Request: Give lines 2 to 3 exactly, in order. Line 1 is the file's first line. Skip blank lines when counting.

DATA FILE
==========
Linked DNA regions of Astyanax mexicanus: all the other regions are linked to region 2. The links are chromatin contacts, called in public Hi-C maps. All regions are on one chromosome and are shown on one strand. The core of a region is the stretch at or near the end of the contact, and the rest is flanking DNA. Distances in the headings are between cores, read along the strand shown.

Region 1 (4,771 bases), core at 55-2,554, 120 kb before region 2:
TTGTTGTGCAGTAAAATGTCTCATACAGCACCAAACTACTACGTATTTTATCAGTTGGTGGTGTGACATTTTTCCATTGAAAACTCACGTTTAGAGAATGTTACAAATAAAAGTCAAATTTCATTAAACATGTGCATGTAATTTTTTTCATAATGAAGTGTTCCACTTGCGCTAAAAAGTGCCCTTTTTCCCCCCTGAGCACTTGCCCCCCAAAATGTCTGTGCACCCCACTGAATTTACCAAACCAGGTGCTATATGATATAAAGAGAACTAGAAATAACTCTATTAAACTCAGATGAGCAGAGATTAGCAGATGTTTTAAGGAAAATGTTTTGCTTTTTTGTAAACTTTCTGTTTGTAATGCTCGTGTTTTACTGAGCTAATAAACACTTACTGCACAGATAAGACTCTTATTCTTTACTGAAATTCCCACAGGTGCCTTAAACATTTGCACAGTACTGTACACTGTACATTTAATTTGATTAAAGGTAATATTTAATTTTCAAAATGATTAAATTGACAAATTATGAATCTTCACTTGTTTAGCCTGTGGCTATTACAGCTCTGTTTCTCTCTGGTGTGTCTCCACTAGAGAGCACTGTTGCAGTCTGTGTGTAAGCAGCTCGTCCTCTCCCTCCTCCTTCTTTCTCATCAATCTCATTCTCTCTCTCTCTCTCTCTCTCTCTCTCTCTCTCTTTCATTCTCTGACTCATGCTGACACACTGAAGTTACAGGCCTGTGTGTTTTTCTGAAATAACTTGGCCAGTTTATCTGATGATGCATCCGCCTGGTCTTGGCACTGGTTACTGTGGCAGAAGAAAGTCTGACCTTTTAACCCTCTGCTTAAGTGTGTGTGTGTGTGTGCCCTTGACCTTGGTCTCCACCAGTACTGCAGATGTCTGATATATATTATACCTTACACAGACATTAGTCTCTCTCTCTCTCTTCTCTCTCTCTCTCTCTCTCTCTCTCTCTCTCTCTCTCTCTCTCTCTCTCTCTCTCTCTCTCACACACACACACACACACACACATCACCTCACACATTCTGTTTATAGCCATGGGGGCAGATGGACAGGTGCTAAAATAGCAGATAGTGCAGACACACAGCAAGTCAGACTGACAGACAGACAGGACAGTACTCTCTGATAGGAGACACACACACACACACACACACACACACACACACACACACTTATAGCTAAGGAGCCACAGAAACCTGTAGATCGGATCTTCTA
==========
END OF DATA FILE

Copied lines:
Region 1 (4,771 bases), core at 55-2,554, 120 kb before region 2:
TTGTTGTGCAGTAAAATGTCTCATACAGCACCAAACTACTACGTATTTTATCAGTTGGTGGTGTGACATTTTTCCATTGAAAACTCACGTTTAGAGAATGTTACAAATAAAAGTCAAATTTCATTAAACATGTGCATGTAATTTTTTTCATAATGAAGTGTTCCACTTGCGCTAAAAAGTGCCCTTTTTCCCCCCTGAGCACTTGCCCCCCAAAATGTCTGTGCACCCCACTGAATTTACCAAACCAGGTGCTATATGATATAAAGAGAACTAGAAATAACTCTATTAAACTCAGATGAGCAGAGATTAGCAGATGTTTTAAGGAAAATGTTTTGCTTTTTTGTAAACTTTCTGTTTGTAATGCTCGTGTTTTACTGAGCTAATAAACACTTACTGCACAGATAAGACTCTTATTCTTTACTGAAATTCCCACAGGTGCCTTAAACATTTGCACAGTACTGTACACTGTACATTTAATTTGATTAAAGGTAATATTTAATTTTCAAAATGATTAAATTGACAAATTATGAATCTTCACTTGTTTAGCCTGTGGCTATTACAGCTCTGTTTCTCTCTGGTGTGTCTCCACTAGAGAGCACTGTTGCAGTCTGTGTGTAAGCAGCTCGTCCTCTCCCTCCTCCTTCTTTCTCATCAATCTCATTCTCTCTCTCTCTCTCTCTCTCTCTCTCTCTCTCTTTCATTCTCTGACTCATGCTGACACACTGAAGTTACAGGCCTGTGTGTTTTTCTGAAATAACTTGGCCAGTTTATCTGATGATGCATCCGCCTGGTCTTGGCACTGGTTACTGTGGCAGAAGAAAGTCTGACCTTTTAACCCTCTGCTTAAGTGTGTGTGTGTGTGTGCCCTTGACCTTGGTCTCCACCAGTACTGCAGATGTCTGATATATATTATACCTTACACAGACATTAGTCTCTCTCTCTCTCTTCTCTCTCTCTCTCTCTCTCTCTCTCTCTCTCTCTCTCTCTCTCTCTCTCTCTCTCTCTCTCACACACACACACACACACACACATCACCTCACACATTCTGTTTATAGCCATGGGGGCAGATGGACAGGTGCTAAAATAGCAGATAGTGCAGACACACAGCAAGTCAGACTGACAGACAGACAGGACAGTACTCTCTGATAGGAGACACACACACACACACACACACACACACACACACACACACTTATAGCTAAGGAGCCACAGAAACCTGTAGATCGGATCTTCTA